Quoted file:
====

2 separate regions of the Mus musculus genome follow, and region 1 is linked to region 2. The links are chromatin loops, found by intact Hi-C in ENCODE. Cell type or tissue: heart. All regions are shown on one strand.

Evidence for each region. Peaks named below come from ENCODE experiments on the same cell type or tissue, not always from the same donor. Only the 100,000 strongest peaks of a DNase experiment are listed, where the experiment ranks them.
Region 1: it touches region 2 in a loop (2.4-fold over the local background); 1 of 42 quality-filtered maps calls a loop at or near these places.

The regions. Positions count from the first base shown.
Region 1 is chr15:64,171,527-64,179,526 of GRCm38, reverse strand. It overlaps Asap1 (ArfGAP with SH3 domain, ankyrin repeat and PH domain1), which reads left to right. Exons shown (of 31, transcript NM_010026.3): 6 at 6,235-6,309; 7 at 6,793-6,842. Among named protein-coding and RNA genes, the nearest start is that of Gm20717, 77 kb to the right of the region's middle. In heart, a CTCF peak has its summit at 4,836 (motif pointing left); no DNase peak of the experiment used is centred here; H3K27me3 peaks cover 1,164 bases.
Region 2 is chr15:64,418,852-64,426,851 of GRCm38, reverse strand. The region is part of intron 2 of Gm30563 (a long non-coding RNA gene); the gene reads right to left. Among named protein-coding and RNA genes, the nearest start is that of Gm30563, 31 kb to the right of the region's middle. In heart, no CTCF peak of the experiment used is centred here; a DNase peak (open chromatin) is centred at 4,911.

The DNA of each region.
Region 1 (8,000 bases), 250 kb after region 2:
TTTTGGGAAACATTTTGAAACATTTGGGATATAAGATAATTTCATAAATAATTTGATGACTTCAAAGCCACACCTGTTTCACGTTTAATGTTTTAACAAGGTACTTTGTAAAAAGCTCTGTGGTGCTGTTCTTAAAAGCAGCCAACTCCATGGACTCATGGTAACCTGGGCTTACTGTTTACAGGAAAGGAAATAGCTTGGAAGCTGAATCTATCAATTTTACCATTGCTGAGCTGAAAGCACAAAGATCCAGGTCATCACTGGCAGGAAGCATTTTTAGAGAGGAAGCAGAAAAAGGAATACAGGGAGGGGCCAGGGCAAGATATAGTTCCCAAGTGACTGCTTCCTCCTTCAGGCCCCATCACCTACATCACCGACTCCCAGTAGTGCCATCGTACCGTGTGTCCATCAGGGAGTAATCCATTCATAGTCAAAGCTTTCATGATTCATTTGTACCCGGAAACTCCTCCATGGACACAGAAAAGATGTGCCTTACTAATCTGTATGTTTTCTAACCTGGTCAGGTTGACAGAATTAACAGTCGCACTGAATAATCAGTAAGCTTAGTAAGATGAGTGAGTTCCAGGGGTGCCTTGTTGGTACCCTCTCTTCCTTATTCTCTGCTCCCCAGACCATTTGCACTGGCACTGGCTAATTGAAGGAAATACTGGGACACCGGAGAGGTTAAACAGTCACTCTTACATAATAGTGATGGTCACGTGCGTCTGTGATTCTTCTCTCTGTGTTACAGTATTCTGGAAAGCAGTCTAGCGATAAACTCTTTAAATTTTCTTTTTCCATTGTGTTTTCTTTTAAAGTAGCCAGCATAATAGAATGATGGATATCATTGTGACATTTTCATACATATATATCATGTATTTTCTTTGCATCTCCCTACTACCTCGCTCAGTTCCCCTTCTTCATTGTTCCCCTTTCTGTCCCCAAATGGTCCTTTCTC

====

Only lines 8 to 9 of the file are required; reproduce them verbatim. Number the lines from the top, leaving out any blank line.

Region 1 (8,000 bases), 250 kb after region 2:
TTTTGGGAAACATTTTGAAACATTTGGGATATAAGATAATTTCATAAATAATTTGATGACTTCAAAGCCACACCTGTTTCACGTTTAATGTTTTAACAAGGTACTTTGTAAAAAGCTCTGTGGTGCTGTTCTTAAAAGCAGCCAACTCCATGGACTCATGGTAACCTGGGCTTACTGTTTACAGGAAAGGAAATAGCTTGGAAGCTGAATCTATCAATTTTACCATTGCTGAGCTGAAAGCACAAAGATCCAGGTCATCACTGGCAGGAAGCATTTTTAGAGAGGAAGCAGAAAAAGGAATACAGGGAGGGGCCAGGGCAAGATATAGTTCCCAAGTGACTGCTTCCTCCTTCAGGCCCCATCACCTACATCACCGACTCCCAGTAGTGCCATCGTACCGTGTGTCCATCAGGGAGTAATCCATTCATAGTCAAAGCTTTCATGATTCATTTGTACCCGGAAACTCCTCCATGGACACAGAAAAGATGTGCCTTACTAATCTGTATGTTTTCTAACCTGGTCAGGTTGACAGAATTAACAGTCGCACTGAATAATCAGTAAGCTTAGTAAGATGAGTGAGTTCCAGGGGTGCCTTGTTGGTACCCTCTCTTCCTTATTCTCTGCTCCCCAGACCATTTGCACTGGCACTGGCTAATTGAAGGAAATACTGGGACACCGGAGAGGTTAAACAGTCACTCTTACATAATAGTGATGGTCACGTGCGTCTGTGATTCTTCTCTCTGTGTTACAGTATTCTGGAAAGCAGTCTAGCGATAAACTCTTTAAATTTTCTTTTTCCATTGTGTTTTCTTTTAAAGTAGCCAGCATAATAGAATGATGGATATCATTGTGACATTTTCATACATATATATCATGTATTTTCTTTGCATCTCCCTACTACCTCGCTCAGTTCCCCTTCTTCATTGTTCCCCTTTCTGTCCCCAAATGGTCCTTTCTC